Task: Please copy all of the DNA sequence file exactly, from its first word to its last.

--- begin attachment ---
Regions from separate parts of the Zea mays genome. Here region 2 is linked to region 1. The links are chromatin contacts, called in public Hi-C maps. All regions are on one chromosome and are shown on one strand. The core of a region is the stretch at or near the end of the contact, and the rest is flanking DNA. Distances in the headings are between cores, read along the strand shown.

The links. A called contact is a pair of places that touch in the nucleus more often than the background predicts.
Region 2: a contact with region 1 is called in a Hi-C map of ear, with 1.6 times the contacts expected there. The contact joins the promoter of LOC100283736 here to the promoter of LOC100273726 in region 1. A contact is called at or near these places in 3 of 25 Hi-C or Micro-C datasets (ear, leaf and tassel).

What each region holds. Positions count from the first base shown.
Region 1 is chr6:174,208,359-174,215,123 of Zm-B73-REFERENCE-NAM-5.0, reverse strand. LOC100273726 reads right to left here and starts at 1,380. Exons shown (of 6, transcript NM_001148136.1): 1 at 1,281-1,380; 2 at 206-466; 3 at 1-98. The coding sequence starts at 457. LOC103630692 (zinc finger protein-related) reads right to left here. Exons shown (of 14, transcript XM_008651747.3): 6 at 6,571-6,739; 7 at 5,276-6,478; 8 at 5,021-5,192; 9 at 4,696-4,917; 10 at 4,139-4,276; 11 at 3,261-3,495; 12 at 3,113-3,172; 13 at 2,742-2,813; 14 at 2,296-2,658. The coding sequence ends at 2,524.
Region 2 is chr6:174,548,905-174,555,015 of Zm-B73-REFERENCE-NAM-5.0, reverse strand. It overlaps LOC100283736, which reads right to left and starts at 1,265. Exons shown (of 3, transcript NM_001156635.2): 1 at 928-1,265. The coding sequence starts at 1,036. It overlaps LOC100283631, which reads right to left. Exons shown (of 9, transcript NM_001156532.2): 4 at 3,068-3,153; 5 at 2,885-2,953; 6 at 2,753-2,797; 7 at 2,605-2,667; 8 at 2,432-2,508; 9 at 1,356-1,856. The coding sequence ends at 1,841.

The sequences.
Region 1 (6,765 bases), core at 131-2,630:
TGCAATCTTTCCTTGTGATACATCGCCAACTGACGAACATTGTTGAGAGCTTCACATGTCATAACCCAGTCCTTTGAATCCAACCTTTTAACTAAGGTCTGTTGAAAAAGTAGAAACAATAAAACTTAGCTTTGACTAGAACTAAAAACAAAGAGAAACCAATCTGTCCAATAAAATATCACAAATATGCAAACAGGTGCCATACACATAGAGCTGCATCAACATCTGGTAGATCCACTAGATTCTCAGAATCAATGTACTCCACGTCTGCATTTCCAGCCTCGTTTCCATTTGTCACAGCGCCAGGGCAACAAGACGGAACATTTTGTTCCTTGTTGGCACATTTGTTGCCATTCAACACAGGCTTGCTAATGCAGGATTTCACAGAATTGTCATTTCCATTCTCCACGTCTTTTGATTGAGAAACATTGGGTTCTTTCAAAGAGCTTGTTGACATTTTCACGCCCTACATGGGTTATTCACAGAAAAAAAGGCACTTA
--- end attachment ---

Regions from separate parts of the Zea mays genome. Here region 2 is linked to region 1. The links are chromatin contacts, called in public Hi-C maps. All regions are on one chromosome and are shown on one strand. The core of a region is the stretch at or near the end of the contact, and the rest is flanking DNA. Distances in the headings are between cores, read along the strand shown.

The links. A called contact is a pair of places that touch in the nucleus more often than the background predicts.
Region 2: a contact with region 1 is called in a Hi-C map of ear, with 1.6 times the contacts expected there. The contact joins the promoter of LOC100283736 here to the promoter of LOC100273726 in region 1. A contact is called at or near these places in 3 of 25 Hi-C or Micro-C datasets (ear, leaf and tassel).

What each region holds. Positions count from the first base shown.
Region 1 is chr6:174,208,359-174,215,123 of Zm-B73-REFERENCE-NAM-5.0, reverse strand. LOC100273726 reads right to left here and starts at 1,380. Exons shown (of 6, transcript NM_001148136.1): 1 at 1,281-1,380; 2 at 206-466; 3 at 1-98. The coding sequence starts at 457. LOC103630692 (zinc finger protein-related) reads right to left here. Exons shown (of 14, transcript XM_008651747.3): 6 at 6,571-6,739; 7 at 5,276-6,478; 8 at 5,021-5,192; 9 at 4,696-4,917; 10 at 4,139-4,276; 11 at 3,261-3,495; 12 at 3,113-3,172; 13 at 2,742-2,813; 14 at 2,296-2,658. The coding sequence ends at 2,524.
Region 2 is chr6:174,548,905-174,555,015 of Zm-B73-REFERENCE-NAM-5.0, reverse strand. It overlaps LOC100283736, which reads right to left and starts at 1,265. Exons shown (of 3, transcript NM_001156635.2): 1 at 928-1,265. The coding sequence starts at 1,036. It overlaps LOC100283631, which reads right to left. Exons shown (of 9, transcript NM_001156532.2): 4 at 3,068-3,153; 5 at 2,885-2,953; 6 at 2,753-2,797; 7 at 2,605-2,667; 8 at 2,432-2,508; 9 at 1,356-1,856. The coding sequence ends at 1,841.

The sequences.
Region 1 (6,765 bases), core at 131-2,630:
TGCAATCTTTCCTTGTGATACATCGCCAACTGACGAACATTGTTGAGAGCTTCACATGTCATAACCCAGTCCTTTGAATCCAACCTTTTAACTAAGGTCTGTTGAAAAAGTAGAAACAATAAAACTTAGCTTTGACTAGAACTAAAAACAAAGAGAAACCAATCTGTCCAATAAAATATCACAAATATGCAAACAGGTGCCATACACATAGAGCTGCATCAACATCTGGTAGATCCACTAGATTCTCAGAATCAATGTACTCCACGTCTGCATTTCCAGCCTCGTTTCCATTTGTCACAGCGCCAGGGCAACAAGACGGAACATTTTGTTCCTTGTTGGCACATTTGTTGCCATTCAACACAGGCTTGCTAATGCAGGATTTCACAGAATTGTCATTTCCATTCTCCACGTCTTTTGATTGAGAAACATTGGGTTCTTTCAAAGAGCTTGTTGACATTTTCACGCCCTACATGGGTTATTCACAGAAAAAAAGGCACTTA